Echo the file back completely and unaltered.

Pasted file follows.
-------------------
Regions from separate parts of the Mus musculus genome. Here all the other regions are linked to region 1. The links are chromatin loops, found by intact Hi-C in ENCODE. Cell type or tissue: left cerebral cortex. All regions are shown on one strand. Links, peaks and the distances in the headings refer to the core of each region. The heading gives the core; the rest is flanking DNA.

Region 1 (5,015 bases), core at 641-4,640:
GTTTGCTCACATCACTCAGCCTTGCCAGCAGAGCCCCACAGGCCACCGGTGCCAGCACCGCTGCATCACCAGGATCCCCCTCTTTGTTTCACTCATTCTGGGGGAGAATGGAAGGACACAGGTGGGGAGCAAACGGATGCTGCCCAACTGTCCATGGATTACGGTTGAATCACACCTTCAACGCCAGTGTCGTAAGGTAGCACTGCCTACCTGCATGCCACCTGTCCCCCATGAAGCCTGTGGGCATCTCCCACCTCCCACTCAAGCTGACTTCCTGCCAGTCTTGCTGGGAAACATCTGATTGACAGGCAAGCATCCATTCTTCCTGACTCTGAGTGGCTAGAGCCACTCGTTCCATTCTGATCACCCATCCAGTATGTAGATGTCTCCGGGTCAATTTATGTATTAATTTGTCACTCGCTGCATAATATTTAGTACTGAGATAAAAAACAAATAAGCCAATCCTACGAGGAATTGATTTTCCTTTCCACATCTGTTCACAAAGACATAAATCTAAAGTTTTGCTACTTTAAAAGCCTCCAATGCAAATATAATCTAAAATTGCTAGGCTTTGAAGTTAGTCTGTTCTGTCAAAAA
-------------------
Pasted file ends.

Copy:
Regions from separate parts of the Mus musculus genome. Here all the other regions are linked to region 1. The links are chromatin loops, found by intact Hi-C in ENCODE. Cell type or tissue: left cerebral cortex. All regions are shown on one strand. Links, peaks and the distances in the headings refer to the core of each region. The heading gives the core; the rest is flanking DNA.

Region 1 (5,015 bases), core at 641-4,640:
GTTTGCTCACATCACTCAGCCTTGCCAGCAGAGCCCCACAGGCCACCGGTGCCAGCACCGCTGCATCACCAGGATCCCCCTCTTTGTTTCACTCATTCTGGGGGAGAATGGAAGGACACAGGTGGGGAGCAAACGGATGCTGCCCAACTGTCCATGGATTACGGTTGAATCACACCTTCAACGCCAGTGTCGTAAGGTAGCACTGCCTACCTGCATGCCACCTGTCCCCCATGAAGCCTGTGGGCATCTCCCACCTCCCACTCAAGCTGACTTCCTGCCAGTCTTGCTGGGAAACATCTGATTGACAGGCAAGCATCCATTCTTCCTGACTCTGAGTGGCTAGAGCCACTCGTTCCATTCTGATCACCCATCCAGTATGTAGATGTCTCCGGGTCAATTTATGTATTAATTTGTCACTCGCTGCATAATATTTAGTACTGAGATAAAAAACAAATAAGCCAATCCTACGAGGAATTGATTTTCCTTTCCACATCTGTTCACAAAGACATAAATCTAAAGTTTTGCTACTTTAAAAGCCTCCAATGCAAATATAATCTAAAATTGCTAGGCTTTGAAGTTAGTCTGTTCTGTCAAAAA